The Global Rise of Populism Lecture
The Global Rise of Populism
A public forum and Q&A with academics from the School of Humanities and the School of Social Sciences at the University of Western Australia
Nigel Farage’s Brexit, Donald Trump’s presidency and Pauline Hanson’s comeback to Australian politics have all been labelled examples of populism. What was unthinkable a few years ago has become a reality. The revival of nationalism, xenophobia, economic and political isolationism and the mistrust of the elites appealed to many voters disappointed with traditional politics. The media has compared the new realities to the rise of National Socialism in Europe in the 1930s. However, a truly global perspective that includes the rise of populism in non-Western societies has received less attention. If the analogy to the 1930s is right but the scale of the populist phenomenon is bigger, are we heading for a global conflict that is greater than WWII? What can ordinary citizens do?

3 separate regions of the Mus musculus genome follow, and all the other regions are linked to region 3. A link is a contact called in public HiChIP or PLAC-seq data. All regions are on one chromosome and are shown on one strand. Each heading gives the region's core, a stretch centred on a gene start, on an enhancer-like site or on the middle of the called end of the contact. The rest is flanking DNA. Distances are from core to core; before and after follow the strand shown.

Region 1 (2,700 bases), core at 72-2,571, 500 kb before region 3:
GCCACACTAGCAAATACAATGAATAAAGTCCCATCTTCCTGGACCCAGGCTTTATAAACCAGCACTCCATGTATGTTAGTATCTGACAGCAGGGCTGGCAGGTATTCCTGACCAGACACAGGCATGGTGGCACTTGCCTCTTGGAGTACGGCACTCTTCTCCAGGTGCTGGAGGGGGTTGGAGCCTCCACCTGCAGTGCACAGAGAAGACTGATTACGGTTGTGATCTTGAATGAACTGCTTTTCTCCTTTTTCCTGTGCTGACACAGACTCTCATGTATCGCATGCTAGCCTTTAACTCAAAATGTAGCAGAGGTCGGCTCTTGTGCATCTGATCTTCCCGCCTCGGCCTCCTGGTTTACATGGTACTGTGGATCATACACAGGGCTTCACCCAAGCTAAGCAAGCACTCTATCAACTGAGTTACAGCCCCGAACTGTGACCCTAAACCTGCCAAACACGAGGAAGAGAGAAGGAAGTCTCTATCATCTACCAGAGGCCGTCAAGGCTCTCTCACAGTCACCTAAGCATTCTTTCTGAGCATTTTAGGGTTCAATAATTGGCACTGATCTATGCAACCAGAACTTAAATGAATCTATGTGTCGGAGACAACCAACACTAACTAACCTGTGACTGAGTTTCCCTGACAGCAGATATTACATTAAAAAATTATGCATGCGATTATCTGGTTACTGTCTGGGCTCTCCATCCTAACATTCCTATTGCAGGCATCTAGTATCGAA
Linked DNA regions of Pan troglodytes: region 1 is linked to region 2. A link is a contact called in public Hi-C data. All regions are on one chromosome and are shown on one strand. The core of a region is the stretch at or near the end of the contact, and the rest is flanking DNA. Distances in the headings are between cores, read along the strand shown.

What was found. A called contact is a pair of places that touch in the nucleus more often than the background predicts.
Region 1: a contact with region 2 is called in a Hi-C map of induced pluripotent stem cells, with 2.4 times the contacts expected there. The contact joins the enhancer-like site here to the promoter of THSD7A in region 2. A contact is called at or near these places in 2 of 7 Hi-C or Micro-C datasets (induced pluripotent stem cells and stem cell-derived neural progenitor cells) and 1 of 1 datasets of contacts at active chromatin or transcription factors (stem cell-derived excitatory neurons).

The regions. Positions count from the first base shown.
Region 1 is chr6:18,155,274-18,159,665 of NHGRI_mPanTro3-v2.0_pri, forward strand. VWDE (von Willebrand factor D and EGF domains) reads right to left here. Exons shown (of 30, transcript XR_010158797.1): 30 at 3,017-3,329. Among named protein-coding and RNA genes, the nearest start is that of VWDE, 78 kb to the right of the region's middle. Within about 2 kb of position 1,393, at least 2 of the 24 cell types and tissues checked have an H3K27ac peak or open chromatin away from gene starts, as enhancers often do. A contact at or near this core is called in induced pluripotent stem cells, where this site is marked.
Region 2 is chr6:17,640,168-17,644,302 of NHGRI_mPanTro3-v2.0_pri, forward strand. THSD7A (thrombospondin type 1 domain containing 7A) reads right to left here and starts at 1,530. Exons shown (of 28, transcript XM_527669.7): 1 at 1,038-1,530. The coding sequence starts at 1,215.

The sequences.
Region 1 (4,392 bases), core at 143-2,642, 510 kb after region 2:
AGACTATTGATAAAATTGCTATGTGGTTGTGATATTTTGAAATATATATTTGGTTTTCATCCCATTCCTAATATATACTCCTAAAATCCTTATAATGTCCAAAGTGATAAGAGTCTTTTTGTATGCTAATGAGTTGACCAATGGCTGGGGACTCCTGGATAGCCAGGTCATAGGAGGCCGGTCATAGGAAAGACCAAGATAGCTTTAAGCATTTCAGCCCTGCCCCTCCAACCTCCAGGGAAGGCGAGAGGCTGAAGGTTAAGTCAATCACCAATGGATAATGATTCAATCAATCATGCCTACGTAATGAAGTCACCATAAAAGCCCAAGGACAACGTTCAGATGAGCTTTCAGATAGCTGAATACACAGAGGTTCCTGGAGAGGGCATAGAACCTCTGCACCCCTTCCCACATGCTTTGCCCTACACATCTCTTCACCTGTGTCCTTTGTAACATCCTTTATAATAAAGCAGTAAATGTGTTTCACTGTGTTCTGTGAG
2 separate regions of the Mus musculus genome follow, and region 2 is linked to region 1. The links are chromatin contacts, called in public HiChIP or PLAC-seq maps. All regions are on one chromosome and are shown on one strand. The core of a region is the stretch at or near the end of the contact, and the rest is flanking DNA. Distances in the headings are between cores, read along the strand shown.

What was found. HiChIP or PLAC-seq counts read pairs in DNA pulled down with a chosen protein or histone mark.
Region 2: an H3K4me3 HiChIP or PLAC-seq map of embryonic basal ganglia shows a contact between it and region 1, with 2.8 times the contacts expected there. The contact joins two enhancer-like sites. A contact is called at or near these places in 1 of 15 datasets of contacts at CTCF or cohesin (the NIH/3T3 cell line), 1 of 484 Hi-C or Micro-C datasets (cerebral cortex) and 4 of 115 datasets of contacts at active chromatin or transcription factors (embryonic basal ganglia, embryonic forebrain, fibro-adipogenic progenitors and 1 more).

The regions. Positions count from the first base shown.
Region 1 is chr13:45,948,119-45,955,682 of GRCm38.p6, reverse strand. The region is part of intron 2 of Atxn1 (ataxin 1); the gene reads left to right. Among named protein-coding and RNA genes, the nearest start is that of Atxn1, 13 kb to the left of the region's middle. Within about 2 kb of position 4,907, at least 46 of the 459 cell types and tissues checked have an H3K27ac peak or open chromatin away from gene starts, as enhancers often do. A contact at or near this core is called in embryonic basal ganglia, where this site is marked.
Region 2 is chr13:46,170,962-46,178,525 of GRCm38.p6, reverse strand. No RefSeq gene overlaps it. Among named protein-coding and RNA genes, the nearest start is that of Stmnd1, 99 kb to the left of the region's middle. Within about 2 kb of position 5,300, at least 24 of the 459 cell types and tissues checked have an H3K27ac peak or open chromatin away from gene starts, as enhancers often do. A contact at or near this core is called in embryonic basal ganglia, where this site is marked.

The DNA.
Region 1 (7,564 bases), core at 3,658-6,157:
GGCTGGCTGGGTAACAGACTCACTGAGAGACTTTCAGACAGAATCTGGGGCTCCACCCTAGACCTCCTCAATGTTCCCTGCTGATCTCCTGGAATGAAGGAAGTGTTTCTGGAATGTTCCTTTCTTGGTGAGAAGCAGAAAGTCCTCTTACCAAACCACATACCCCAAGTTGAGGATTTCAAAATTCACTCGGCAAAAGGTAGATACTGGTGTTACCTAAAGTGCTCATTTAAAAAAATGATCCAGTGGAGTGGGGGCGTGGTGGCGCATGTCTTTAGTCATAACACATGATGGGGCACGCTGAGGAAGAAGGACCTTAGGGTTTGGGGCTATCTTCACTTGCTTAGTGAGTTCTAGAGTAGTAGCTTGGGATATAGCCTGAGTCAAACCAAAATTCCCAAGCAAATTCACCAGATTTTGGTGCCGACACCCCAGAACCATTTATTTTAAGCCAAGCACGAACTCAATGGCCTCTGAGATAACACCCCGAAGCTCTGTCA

In this public forum and Q&A, scholars from the University of Western Australia discussed the causes, current forms and possible consequences of populism in Australia, France, India, Indonesia, Turkey, the UK and the USA.
This event was co-sponsored by the Migration, Mobilities and Belonging (MMoB) research cluster at the University of WesternAustralia and the Institute of Advanced Studies.
Dr Greg Acciaioli, Anthropology and Sociology, School of Social Sciences. Panel topic: Islamic Populism in Indonesia.
Dr Ethan Blue, History, School of Humanities. Panel topic: Populism in the USA and mass deportations.
Associate Professor Rob Cover, Media and Communication, School of Social Sciences. Panel topic: Counter-mobilities:populism, anti-immigration and anti-liberal elites.
Associate Professor Romit Dasgupta, Asian Studies, School of Social Sciences. Panel topic: Turkey: Shifting Contours in the 21st Century.
Associate Professor Farida Fozdar, Anthropology and Sociology, School of Social Sciences. Panel topic: Populism in Australia.
Professor Hélène Jaccomard, European Languages and Studies, School of Humanities. Panel topic: Antiestablishment rhetoric and the rise of populism in France.
Dr Alka Sabharwal, Anthropology and Sociology, School of Social Sciences. Panel topic: Indian populism: Liberal Democracy and the case of religious nationalism.
Discussion moderator: Dr Andrzej Gwizdalski, Honorary Research Fellow, Anthropology and Sociology, School of Social Sciences.